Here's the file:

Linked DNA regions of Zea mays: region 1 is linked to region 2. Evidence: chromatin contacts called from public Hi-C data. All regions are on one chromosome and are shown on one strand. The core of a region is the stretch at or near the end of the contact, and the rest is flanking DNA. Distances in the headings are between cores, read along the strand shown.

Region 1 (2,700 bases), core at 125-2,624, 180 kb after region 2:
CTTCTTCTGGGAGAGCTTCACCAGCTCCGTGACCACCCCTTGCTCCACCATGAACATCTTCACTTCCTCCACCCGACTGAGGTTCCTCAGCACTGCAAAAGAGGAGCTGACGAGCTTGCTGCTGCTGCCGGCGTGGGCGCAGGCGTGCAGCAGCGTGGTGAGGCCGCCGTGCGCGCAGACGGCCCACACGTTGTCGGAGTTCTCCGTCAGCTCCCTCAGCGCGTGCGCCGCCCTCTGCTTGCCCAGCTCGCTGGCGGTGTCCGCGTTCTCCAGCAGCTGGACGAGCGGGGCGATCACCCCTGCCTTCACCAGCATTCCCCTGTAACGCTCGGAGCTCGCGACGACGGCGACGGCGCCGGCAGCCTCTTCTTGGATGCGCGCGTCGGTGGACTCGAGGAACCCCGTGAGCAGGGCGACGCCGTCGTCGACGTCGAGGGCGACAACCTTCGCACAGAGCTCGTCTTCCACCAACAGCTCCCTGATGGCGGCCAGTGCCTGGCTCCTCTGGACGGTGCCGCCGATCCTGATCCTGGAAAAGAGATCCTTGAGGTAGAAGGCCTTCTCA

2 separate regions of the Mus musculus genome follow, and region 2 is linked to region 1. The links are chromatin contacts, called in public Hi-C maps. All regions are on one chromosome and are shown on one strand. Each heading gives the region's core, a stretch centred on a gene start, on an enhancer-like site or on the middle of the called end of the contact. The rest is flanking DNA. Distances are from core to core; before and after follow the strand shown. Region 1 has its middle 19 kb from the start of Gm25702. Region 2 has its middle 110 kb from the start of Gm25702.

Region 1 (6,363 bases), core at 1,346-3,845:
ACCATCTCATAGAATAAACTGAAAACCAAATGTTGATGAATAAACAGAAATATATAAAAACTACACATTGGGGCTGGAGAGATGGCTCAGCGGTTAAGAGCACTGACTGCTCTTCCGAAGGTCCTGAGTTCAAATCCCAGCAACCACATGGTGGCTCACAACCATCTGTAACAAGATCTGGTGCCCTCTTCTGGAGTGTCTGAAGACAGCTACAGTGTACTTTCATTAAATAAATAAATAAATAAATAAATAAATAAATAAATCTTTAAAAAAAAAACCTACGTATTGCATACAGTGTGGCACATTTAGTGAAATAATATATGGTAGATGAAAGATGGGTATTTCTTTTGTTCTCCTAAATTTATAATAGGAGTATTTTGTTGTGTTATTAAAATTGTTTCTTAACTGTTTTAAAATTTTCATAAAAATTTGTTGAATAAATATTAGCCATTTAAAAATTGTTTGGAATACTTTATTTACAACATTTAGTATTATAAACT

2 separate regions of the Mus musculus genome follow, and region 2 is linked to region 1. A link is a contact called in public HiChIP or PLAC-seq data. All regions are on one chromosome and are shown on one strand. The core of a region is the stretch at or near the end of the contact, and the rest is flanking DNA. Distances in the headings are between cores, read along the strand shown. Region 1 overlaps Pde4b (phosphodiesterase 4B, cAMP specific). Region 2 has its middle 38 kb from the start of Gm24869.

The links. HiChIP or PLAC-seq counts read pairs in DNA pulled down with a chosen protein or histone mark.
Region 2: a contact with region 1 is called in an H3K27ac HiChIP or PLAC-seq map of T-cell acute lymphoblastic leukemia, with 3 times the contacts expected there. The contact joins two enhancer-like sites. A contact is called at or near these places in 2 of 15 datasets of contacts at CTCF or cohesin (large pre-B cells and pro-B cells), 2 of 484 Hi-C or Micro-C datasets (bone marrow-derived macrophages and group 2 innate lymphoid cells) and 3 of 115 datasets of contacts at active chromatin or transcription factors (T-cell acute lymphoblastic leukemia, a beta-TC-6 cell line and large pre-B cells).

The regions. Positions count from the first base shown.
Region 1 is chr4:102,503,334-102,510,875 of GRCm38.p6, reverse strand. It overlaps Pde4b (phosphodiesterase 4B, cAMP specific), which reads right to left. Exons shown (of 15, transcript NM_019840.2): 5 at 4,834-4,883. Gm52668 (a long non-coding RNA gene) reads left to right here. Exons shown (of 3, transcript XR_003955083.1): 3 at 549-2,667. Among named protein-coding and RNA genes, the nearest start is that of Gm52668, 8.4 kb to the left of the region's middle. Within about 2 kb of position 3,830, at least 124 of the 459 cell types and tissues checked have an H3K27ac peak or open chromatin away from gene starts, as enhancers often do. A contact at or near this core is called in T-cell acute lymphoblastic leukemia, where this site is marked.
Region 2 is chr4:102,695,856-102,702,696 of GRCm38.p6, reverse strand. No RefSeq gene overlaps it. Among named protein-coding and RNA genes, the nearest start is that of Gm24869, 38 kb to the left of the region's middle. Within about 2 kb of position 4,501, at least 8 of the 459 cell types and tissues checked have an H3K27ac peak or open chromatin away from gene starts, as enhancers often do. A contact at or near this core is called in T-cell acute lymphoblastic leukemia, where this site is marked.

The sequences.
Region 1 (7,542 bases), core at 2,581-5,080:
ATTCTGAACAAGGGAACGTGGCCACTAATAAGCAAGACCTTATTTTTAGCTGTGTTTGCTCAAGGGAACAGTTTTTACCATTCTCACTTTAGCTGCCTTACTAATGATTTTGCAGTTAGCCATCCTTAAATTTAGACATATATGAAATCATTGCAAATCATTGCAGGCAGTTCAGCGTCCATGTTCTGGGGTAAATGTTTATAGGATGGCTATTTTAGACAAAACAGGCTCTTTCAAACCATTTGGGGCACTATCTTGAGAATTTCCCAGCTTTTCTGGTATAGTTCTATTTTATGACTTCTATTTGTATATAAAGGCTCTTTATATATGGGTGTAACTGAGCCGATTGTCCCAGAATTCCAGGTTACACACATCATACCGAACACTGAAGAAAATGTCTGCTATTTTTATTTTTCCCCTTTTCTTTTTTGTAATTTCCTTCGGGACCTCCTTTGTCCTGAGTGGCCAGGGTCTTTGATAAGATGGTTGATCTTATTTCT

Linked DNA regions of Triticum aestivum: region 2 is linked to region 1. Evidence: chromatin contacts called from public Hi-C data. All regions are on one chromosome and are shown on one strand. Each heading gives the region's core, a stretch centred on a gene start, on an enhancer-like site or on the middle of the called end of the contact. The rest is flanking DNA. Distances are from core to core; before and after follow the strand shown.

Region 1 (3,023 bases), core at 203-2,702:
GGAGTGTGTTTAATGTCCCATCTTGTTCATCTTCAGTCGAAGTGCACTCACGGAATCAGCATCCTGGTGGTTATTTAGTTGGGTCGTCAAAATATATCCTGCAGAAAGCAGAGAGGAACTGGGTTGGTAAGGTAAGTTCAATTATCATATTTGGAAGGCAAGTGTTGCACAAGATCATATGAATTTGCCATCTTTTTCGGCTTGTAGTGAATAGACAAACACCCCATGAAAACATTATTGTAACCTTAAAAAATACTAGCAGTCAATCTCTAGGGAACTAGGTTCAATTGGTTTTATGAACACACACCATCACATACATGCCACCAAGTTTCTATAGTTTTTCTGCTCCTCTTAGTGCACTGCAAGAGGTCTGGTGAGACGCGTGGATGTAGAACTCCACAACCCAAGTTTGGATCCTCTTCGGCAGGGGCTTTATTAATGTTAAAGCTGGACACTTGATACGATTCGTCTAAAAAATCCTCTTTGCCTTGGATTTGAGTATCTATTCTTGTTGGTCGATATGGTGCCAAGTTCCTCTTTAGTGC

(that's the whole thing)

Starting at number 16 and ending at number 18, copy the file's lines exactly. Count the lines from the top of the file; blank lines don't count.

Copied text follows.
Linked DNA regions of Triticum aestivum: region 2 is linked to region 1. Evidence: chromatin contacts called from public Hi-C data. All regions are on one chromosome and are shown on one strand. Each heading gives the region's core, a stretch centred on a gene start, on an enhancer-like site or on the middle of the called end of the contact. The rest is flanking DNA. Distances are from core to core; before and after follow the strand shown.

Region 1 (3,023 bases), core at 203-2,702:
GGAGTGTGTTTAATGTCCCATCTTGTTCATCTTCAGTCGAAGTGCACTCACGGAATCAGCATCCTGGTGGTTATTTAGTTGGGTCGTCAAAATATATCCTGCAGAAAGCAGAGAGGAACTGGGTTGGTAAGGTAAGTTCAATTATCATATTTGGAAGGCAAGTGTTGCACAAGATCATATGAATTTGCCATCTTTTTCGGCTTGTAGTGAATAGACAAACACCCCATGAAAACATTATTGTAACCTTAAAAAATACTAGCAGTCAATCTCTAGGGAACTAGGTTCAATTGGTTTTATGAACACACACCATCACATACATGCCACCAAGTTTCTATAGTTTTTCTGCTCCTCTTAGTGCACTGCAAGAGGTCTGGTGAGACGCGTGGATGTAGAACTCCACAACCCAAGTTTGGATCCTCTTCGGCAGGGGCTTTATTAATGTTAAAGCTGGACACTTGATACGATTCGTCTAAAAAATCCTCTTTGCCTTGGATTTGAGTATCTATTCTTGTTGGTCGATATGGTGCCAAGTTCCTCTTTAGTGC